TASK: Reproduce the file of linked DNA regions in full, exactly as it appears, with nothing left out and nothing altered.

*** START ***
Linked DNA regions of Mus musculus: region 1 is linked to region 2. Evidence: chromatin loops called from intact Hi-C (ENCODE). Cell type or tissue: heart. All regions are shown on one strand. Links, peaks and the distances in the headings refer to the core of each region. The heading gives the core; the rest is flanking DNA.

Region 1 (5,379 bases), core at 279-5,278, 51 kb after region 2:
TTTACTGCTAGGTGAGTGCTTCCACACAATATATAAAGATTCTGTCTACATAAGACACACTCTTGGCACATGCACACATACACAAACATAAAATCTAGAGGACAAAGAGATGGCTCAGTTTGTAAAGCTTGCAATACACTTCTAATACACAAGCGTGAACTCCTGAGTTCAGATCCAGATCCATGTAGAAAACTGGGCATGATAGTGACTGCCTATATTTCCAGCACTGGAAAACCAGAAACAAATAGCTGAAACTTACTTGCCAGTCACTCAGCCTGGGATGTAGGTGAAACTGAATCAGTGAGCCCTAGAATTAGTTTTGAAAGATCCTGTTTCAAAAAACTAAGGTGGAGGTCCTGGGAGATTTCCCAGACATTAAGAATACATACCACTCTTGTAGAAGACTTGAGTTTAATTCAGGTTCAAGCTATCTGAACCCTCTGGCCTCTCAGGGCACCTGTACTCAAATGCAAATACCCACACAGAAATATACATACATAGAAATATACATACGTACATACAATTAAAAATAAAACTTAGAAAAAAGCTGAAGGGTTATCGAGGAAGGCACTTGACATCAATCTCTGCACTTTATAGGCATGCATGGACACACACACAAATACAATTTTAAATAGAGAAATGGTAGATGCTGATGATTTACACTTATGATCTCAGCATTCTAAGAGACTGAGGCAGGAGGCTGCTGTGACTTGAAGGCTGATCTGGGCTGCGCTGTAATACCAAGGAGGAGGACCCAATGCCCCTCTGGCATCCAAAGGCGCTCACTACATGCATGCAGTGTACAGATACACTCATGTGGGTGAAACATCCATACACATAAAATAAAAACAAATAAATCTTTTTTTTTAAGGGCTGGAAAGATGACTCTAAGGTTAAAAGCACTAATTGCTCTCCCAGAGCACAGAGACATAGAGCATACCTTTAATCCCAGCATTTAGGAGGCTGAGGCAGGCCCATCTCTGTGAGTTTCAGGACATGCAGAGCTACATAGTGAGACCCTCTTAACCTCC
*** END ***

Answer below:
Linked DNA regions of Mus musculus: region 1 is linked to region 2. Evidence: chromatin loops called from intact Hi-C (ENCODE). Cell type or tissue: heart. All regions are shown on one strand. Links, peaks and the distances in the headings refer to the core of each region. The heading gives the core; the rest is flanking DNA.

Region 1 (5,379 bases), core at 279-5,278, 51 kb after region 2:
TTTACTGCTAGGTGAGTGCTTCCACACAATATATAAAGATTCTGTCTACATAAGACACACTCTTGGCACATGCACACATACACAAACATAAAATCTAGAGGACAAAGAGATGGCTCAGTTTGTAAAGCTTGCAATACACTTCTAATACACAAGCGTGAACTCCTGAGTTCAGATCCAGATCCATGTAGAAAACTGGGCATGATAGTGACTGCCTATATTTCCAGCACTGGAAAACCAGAAACAAATAGCTGAAACTTACTTGCCAGTCACTCAGCCTGGGATGTAGGTGAAACTGAATCAGTGAGCCCTAGAATTAGTTTTGAAAGATCCTGTTTCAAAAAACTAAGGTGGAGGTCCTGGGAGATTTCCCAGACATTAAGAATACATACCACTCTTGTAGAAGACTTGAGTTTAATTCAGGTTCAAGCTATCTGAACCCTCTGGCCTCTCAGGGCACCTGTACTCAAATGCAAATACCCACACAGAAATATACATACATAGAAATATACATACGTACATACAATTAAAAATAAAACTTAGAAAAAAGCTGAAGGGTTATCGAGGAAGGCACTTGACATCAATCTCTGCACTTTATAGGCATGCATGGACACACACACAAATACAATTTTAAATAGAGAAATGGTAGATGCTGATGATTTACACTTATGATCTCAGCATTCTAAGAGACTGAGGCAGGAGGCTGCTGTGACTTGAAGGCTGATCTGGGCTGCGCTGTAATACCAAGGAGGAGGACCCAATGCCCCTCTGGCATCCAAAGGCGCTCACTACATGCATGCAGTGTACAGATACACTCATGTGGGTGAAACATCCATACACATAAAATAAAAACAAATAAATCTTTTTTTTTAAGGGCTGGAAAGATGACTCTAAGGTTAAAAGCACTAATTGCTCTCCCAGAGCACAGAGACATAGAGCATACCTTTAATCCCAGCATTTAGGAGGCTGAGGCAGGCCCATCTCTGTGAGTTTCAGGACATGCAGAGCTACATAGTGAGACCCTCTTAACCTCC